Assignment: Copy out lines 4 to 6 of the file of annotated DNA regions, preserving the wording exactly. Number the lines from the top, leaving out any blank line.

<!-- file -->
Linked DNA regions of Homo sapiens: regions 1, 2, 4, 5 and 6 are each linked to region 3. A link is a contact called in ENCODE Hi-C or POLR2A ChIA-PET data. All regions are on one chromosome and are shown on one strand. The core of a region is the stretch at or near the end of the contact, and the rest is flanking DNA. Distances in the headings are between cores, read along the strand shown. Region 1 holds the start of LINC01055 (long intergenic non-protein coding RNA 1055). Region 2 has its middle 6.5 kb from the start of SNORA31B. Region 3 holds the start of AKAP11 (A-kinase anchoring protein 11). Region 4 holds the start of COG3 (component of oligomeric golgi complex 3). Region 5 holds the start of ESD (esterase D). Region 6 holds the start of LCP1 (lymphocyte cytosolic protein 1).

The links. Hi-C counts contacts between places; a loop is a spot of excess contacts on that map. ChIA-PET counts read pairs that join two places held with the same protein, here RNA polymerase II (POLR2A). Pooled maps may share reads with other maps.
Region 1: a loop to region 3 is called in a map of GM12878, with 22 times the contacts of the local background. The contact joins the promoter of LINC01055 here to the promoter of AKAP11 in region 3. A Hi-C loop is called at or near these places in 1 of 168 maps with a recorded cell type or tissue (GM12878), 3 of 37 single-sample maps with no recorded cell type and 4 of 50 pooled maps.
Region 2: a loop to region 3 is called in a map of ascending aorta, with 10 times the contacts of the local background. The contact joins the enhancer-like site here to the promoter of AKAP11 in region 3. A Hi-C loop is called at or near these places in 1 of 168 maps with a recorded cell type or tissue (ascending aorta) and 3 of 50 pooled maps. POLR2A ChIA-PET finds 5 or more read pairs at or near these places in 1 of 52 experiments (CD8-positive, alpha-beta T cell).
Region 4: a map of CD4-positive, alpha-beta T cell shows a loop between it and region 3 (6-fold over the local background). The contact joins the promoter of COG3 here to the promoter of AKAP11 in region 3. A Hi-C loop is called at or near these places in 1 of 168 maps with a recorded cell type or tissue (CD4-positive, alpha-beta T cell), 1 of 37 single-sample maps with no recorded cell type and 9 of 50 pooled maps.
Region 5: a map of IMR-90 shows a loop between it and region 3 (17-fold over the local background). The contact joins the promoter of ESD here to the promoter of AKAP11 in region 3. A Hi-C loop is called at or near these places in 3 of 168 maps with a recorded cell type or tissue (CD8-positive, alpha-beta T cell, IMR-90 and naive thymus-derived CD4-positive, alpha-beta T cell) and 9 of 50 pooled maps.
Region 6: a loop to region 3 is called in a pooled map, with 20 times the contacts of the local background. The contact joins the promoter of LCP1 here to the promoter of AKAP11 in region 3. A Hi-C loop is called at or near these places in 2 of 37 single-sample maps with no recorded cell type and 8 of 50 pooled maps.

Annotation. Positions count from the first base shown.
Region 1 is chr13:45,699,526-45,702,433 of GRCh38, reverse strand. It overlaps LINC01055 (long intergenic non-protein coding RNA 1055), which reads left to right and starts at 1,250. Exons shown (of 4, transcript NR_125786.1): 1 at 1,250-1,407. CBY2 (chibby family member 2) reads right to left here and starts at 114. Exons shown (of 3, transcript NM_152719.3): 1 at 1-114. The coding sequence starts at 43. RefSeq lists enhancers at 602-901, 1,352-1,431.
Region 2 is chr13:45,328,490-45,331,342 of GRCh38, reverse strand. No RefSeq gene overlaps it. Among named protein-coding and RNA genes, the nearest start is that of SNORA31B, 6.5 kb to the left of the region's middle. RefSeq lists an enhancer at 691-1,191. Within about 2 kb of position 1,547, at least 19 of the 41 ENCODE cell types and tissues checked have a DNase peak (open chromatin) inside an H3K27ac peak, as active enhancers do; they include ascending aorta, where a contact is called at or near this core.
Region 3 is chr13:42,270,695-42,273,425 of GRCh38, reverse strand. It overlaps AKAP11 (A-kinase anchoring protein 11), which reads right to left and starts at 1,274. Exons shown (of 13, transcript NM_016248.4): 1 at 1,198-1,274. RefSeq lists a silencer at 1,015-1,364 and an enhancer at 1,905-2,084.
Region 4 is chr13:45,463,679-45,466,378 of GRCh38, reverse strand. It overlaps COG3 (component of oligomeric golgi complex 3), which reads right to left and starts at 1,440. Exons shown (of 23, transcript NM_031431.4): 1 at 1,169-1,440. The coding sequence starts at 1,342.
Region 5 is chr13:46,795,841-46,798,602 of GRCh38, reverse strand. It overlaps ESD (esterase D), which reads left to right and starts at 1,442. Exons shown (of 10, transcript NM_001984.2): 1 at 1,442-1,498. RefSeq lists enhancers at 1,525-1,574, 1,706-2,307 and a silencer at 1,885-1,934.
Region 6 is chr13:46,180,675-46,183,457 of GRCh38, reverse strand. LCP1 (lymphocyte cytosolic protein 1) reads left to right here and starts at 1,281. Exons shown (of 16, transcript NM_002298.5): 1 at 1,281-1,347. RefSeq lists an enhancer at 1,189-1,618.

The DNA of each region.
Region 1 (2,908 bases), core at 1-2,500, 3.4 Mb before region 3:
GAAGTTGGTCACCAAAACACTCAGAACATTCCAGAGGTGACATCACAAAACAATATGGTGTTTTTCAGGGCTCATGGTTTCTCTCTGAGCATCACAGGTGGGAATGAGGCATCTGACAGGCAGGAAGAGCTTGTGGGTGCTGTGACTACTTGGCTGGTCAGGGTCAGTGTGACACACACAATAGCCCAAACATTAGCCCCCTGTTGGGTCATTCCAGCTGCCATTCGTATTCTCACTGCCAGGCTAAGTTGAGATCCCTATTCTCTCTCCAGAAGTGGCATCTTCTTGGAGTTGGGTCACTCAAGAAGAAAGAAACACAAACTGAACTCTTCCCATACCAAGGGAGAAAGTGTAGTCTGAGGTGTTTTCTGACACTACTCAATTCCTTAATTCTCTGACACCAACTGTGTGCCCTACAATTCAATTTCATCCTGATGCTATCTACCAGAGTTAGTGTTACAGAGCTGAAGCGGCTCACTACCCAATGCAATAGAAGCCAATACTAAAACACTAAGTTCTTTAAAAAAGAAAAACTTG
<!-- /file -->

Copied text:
Region 2: a loop to region 3 is called in a map of ascending aorta, with 10 times the contacts of the local background. The contact joins the enhancer-like site here to the promoter of AKAP11 in region 3. A Hi-C loop is called at or near these places in 1 of 168 maps with a recorded cell type or tissue (ascending aorta) and 3 of 50 pooled maps. POLR2A ChIA-PET finds 5 or more read pairs at or near these places in 1 of 52 experiments (CD8-positive, alpha-beta T cell).
Region 4: a map of CD4-positive, alpha-beta T cell shows a loop between it and region 3 (6-fold over the local background). The contact joins the promoter of COG3 here to the promoter of AKAP11 in region 3. A Hi-C loop is called at or near these places in 1 of 168 maps with a recorded cell type or tissue (CD4-positive, alpha-beta T cell), 1 of 37 single-sample maps with no recorded cell type and 9 of 50 pooled maps.
Region 5: a map of IMR-90 shows a loop between it and region 3 (17-fold over the local background). The contact joins the promoter of ESD here to the promoter of AKAP11 in region 3. A Hi-C loop is called at or near these places in 3 of 168 maps with a recorded cell type or tissue (CD8-positive, alpha-beta T cell, IMR-90 and naive thymus-derived CD4-positive, alpha-beta T cell) and 9 of 50 pooled maps.